His 18th Album
Cletus J. "Bubba" Huckabee Jr. | Chesterfield County | 12/20/2004
(5 out of 5 stars)
Now if you ask me, and quite a few perceptive individuals do on a frighteningly regular basis, then this here Bruce Cockburn album represents his output at the tail end of a strong songwriting period and was about to usher in a period that appears to have been rather dry for our Canadian friend. Big Circumstance followed this one two years later and feels a bit like Mr. Cockburn was flatfooted at the time, but World of Wonders captured a group of tunes that are obviously born of creative juices that were in a rolling boil.
"Call it Democracy" is one of them tunes where he manages to slip yet another naughty word in and, truth be node, it kind of fits. In fact, it drives home the point he's attempting to make (and it maintains the rhyming lyrics to boot). Mama gets kind of flustered when he keeps putting out records what have them naughty words on them, but they are selectively sprinkled and add a certain degree of spice. Kind of like when you have eggs in the morning and you put just a couple drops of Tabasco® Sauce. There ain't many folk on the street who know who Bruce Cockburn is, but when you find one who does they inevitably know "Wondering Where the Lions Are," and probably "If I had a Rocket Launcher," and if by chance they know of a third song, then this is the one. He's released eleventy hundred good songs, but this is the extent of what the bulk of the herd knows.
If you are a devoted fan, then it is your moral obligation to purchase this (and other) Bruce Cockburn album in large quantities and distribute them to the people you know and love. It will be doing them a favor and, even if you purchase this album outside of Canada, some of the proceeds will find their way back to Bruce and it will assist in shoring up that weak Canadian loonie they got up there. In fact, if you have a chunk of change to spare, I'd suggest you simply buy this album in industrial quantities and go to the nearest urban street corner and pass it out to all you encounter, be they friend or foe. That is a testimony as to what I think of this here album.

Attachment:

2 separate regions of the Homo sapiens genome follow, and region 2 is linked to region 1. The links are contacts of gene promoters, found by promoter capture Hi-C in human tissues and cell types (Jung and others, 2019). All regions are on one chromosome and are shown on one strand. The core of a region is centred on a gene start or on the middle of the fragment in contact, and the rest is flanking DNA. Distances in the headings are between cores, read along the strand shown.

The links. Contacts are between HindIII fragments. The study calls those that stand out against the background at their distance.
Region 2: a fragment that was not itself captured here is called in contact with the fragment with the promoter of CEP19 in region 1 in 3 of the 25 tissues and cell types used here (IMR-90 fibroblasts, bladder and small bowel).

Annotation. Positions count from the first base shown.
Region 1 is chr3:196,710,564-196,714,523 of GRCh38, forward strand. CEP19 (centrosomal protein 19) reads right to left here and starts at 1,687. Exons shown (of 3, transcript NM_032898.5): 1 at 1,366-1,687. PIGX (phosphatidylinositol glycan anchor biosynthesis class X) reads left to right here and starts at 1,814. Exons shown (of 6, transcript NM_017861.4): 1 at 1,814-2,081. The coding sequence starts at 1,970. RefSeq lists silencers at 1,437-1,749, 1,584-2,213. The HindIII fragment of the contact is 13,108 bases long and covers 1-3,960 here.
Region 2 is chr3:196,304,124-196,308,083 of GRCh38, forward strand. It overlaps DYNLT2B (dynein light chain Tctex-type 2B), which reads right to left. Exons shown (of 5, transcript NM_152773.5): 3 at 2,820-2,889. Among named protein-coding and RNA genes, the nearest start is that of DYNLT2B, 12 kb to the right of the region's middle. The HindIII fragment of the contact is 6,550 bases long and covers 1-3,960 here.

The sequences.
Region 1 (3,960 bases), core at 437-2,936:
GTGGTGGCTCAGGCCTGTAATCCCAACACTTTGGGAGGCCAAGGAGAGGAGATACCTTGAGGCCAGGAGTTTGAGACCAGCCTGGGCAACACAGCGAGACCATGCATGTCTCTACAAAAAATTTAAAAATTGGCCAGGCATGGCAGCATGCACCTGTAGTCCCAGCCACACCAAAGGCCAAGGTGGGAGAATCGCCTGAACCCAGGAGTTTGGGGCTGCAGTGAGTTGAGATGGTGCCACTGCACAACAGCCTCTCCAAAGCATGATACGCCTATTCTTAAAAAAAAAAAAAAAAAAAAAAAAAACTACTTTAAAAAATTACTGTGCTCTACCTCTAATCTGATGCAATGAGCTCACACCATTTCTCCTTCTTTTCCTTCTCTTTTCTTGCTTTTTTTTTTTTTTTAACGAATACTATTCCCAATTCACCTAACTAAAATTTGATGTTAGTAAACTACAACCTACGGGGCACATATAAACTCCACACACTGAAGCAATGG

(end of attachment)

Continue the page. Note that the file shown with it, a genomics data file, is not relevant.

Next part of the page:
Trouble With Normal, Stealing Fire, and World Of Wonders were Bruce Cockburn's early 80s trilogy of political albums. They captured a period in which he was writing songs that addressed the disparity betwixt the haves and the have nots. He went on to other things after that and has been exploring several other themes in subsequent albums, but them three really struck at the root of the inequity situation the world sees itself in. If you don't like the stark reality of the pain of inequity, then maybe you'd better give this one a miss, however if you are comfortable with the Bruce Cockburn style of calling a spade a spade and not mamby pambying around with difficult ort uncomfortable subject matter, then this one is yet another gem of an album.
As I said earlier, Mama don't like this one too much because he uses another (single) naughty word, but Junior and the twins love this album because each time that song comes on they hush up and get ready for him to say it and then when he does, they fall in the floor with peels of laughter and side-splittin' laugh-educed convulsions of sheer joy. See, we Huckabees don't allow that kind of talk inside the double wide trailer, but make an exception to Bruce Cockburn because we like his music pretty good no matter what album it's from or what profanity he deems fit to record.
I say this is one of his best, even though it took a few years for me to get to this point. Looking back no I might even say it's up near my favorite."
J. McAndrew | USA | 06/14/2004
(4 out of 5 stars)
""People See Through You" and "Call it Democracy" are the best.
Alittle bit overproduced, but still a gem in its own way."
They used to call it democracy, now they call it approachin
David Brookbank | 09/03/2005
(5 out of 5 stars)
"If you are looking for music with real progressive political content, with historical foundation, with passion, anger and humanity, do not miss Bruce Cockburn and do not, I repeat, do not miss this album."